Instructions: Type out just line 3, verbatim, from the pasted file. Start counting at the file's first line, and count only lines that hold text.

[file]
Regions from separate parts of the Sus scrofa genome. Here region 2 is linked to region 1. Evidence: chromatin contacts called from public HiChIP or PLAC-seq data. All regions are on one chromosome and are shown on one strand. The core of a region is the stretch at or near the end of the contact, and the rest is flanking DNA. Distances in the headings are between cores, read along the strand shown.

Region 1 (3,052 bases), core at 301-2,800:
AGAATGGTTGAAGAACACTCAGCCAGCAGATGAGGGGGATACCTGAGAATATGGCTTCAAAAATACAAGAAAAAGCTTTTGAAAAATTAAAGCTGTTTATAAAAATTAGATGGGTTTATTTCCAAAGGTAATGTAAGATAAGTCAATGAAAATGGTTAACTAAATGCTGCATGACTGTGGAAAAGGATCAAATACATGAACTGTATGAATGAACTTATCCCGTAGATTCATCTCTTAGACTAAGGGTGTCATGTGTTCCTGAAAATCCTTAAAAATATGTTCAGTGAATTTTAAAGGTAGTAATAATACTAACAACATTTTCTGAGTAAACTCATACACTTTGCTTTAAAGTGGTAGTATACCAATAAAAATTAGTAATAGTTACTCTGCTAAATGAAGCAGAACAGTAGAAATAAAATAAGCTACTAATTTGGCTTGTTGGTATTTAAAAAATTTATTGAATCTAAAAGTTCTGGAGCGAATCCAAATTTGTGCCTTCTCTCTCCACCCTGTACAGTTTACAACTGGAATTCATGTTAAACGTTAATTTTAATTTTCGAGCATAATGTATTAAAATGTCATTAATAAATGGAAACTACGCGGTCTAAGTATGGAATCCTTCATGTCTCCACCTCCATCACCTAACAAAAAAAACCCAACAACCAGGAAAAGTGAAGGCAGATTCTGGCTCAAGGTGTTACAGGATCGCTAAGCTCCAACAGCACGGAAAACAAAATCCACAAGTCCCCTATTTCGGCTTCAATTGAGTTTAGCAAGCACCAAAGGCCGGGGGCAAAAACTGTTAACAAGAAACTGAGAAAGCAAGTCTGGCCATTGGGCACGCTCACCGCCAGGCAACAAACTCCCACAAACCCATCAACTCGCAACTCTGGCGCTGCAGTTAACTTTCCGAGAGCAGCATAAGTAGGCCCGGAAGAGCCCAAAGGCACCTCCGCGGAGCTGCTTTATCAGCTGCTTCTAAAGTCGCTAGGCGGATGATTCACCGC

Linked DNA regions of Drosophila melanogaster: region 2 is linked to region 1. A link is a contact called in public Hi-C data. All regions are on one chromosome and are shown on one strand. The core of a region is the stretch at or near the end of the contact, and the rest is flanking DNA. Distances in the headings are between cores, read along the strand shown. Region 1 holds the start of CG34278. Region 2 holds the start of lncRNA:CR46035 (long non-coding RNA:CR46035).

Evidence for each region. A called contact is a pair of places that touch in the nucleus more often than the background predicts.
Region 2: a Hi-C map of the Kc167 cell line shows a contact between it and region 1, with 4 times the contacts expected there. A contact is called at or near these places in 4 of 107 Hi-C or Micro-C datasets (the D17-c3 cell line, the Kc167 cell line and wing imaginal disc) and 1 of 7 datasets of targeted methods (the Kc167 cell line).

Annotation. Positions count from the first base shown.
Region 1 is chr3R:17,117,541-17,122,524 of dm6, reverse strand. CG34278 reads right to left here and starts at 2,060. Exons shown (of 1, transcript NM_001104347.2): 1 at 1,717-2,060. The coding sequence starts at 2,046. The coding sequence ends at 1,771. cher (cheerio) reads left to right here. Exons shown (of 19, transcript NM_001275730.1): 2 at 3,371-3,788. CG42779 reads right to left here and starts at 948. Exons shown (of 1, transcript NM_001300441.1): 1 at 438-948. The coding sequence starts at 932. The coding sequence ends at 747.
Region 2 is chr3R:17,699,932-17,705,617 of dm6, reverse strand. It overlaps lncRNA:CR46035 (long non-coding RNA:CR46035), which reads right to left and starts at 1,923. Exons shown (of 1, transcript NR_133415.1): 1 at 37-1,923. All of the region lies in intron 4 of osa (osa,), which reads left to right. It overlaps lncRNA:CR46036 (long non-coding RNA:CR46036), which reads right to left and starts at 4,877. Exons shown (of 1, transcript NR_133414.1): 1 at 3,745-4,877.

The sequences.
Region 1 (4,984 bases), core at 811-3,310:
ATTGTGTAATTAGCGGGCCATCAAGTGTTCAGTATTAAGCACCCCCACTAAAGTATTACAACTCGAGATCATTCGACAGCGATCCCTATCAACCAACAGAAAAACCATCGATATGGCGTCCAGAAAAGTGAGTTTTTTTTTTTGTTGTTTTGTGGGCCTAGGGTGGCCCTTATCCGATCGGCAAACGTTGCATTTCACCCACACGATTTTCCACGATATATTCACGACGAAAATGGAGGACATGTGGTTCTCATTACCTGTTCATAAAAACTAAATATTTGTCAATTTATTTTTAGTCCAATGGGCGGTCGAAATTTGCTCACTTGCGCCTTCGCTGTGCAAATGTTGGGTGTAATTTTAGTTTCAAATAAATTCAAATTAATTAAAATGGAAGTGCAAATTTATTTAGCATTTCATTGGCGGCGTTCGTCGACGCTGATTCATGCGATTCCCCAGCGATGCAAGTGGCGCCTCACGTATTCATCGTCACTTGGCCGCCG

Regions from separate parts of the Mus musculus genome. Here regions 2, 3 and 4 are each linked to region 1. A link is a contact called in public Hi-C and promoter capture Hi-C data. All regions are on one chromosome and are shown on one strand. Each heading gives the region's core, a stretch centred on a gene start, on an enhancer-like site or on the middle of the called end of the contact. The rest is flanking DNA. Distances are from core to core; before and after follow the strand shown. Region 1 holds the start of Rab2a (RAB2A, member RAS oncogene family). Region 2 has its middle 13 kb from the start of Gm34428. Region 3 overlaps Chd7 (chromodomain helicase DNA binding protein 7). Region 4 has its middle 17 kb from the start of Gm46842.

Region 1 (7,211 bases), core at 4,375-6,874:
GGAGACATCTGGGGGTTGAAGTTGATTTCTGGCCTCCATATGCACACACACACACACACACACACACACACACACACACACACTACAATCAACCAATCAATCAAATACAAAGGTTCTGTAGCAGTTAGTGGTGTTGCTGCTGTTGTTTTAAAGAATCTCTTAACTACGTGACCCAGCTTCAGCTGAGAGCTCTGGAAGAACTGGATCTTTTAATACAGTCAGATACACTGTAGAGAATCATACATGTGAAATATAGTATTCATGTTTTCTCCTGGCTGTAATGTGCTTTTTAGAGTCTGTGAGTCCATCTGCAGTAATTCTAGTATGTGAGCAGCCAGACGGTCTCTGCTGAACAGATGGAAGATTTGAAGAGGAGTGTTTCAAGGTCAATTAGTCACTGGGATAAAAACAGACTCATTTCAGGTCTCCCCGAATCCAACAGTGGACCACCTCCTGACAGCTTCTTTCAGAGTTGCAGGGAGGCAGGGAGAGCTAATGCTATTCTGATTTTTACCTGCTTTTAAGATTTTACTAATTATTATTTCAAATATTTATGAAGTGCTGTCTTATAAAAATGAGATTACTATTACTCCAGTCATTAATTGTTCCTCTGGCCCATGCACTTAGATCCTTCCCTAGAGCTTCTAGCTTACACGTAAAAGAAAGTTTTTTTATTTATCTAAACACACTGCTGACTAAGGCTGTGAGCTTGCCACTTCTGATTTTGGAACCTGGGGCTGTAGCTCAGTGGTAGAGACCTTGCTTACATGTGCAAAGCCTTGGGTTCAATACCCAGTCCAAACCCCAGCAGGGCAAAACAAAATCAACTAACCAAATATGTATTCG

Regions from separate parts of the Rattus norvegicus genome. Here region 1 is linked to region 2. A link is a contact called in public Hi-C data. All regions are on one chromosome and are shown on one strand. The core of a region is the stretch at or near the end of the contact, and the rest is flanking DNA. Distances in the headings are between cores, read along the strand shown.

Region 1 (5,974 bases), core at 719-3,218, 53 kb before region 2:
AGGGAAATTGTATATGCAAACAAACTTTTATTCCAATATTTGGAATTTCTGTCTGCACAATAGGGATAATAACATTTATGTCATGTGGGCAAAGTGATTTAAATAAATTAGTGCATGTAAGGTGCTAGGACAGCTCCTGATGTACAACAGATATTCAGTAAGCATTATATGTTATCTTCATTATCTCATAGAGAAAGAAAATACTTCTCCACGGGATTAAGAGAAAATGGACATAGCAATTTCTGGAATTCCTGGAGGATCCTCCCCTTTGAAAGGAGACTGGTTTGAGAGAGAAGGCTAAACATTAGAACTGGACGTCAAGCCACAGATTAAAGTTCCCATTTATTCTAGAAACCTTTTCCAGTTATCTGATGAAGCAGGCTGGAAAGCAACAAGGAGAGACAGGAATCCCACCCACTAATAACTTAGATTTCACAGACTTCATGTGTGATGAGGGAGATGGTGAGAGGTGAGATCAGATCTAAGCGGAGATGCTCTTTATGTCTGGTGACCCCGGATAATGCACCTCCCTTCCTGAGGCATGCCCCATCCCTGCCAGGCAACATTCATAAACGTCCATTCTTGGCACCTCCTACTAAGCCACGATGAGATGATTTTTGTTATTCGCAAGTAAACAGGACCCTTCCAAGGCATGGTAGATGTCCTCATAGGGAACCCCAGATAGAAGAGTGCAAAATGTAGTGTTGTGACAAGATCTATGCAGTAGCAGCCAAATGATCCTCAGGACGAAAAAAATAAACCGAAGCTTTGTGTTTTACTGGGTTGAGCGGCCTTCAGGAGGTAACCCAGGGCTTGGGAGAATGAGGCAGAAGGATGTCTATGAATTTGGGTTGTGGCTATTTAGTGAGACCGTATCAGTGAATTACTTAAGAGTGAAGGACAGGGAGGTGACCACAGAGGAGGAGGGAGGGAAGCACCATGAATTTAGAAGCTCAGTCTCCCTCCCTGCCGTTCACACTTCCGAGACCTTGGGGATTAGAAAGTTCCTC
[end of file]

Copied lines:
AGAATGGTTGAAGAACACTCAGCCAGCAGATGAGGGGGATACCTGAGAATATGGCTTCAAAAATACAAGAAAAAGCTTTTGAAAAATTAAAGCTGTTTATAAAAATTAGATGGGTTTATTTCCAAAGGTAATGTAAGATAAGTCAATGAAAATGGTTAACTAAATGCTGCATGACTGTGGAAAAGGATCAAATACATGAACTGTATGAATGAACTTATCCCGTAGATTCATCTCTTAGACTAAGGGTGTCATGTGTTCCTGAAAATCCTTAAAAATATGTTCAGTGAATTTTAAAGGTAGTAATAATACTAACAACATTTTCTGAGTAAACTCATACACTTTGCTTTAAAGTGGTAGTATACCAATAAAAATTAGTAATAGTTACTCTGCTAAATGAAGCAGAACAGTAGAAATAAAATAAGCTACTAATTTGGCTTGTTGGTATTTAAAAAATTTATTGAATCTAAAAGTTCTGGAGCGAATCCAAATTTGTGCCTTCTCTCTCCACCCTGTACAGTTTACAACTGGAATTCATGTTAAACGTTAATTTTAATTTTCGAGCATAATGTATTAAAATGTCATTAATAAATGGAAACTACGCGGTCTAAGTATGGAATCCTTCATGTCTCCACCTCCATCACCTAACAAAAAAAACCCAACAACCAGGAAAAGTGAAGGCAGATTCTGGCTCAAGGTGTTACAGGATCGCTAAGCTCCAACAGCACGGAAAACAAAATCCACAAGTCCCCTATTTCGGCTTCAATTGAGTTTAGCAAGCACCAAAGGCCGGGGGCAAAAACTGTTAACAAGAAACTGAGAAAGCAAGTCTGGCCATTGGGCACGCTCACCGCCAGGCAACAAACTCCCACAAACCCATCAACTCGCAACTCTGGCGCTGCAGTTAACTTTCCGAGAGCAGCATAAGTAGGCCCGGAAGAGCCCAAAGGCACCTCCGCGGAGCTGCTTTATCAGCTGCTTCTAAAGTCGCTAGGCGGATGATTCACCGC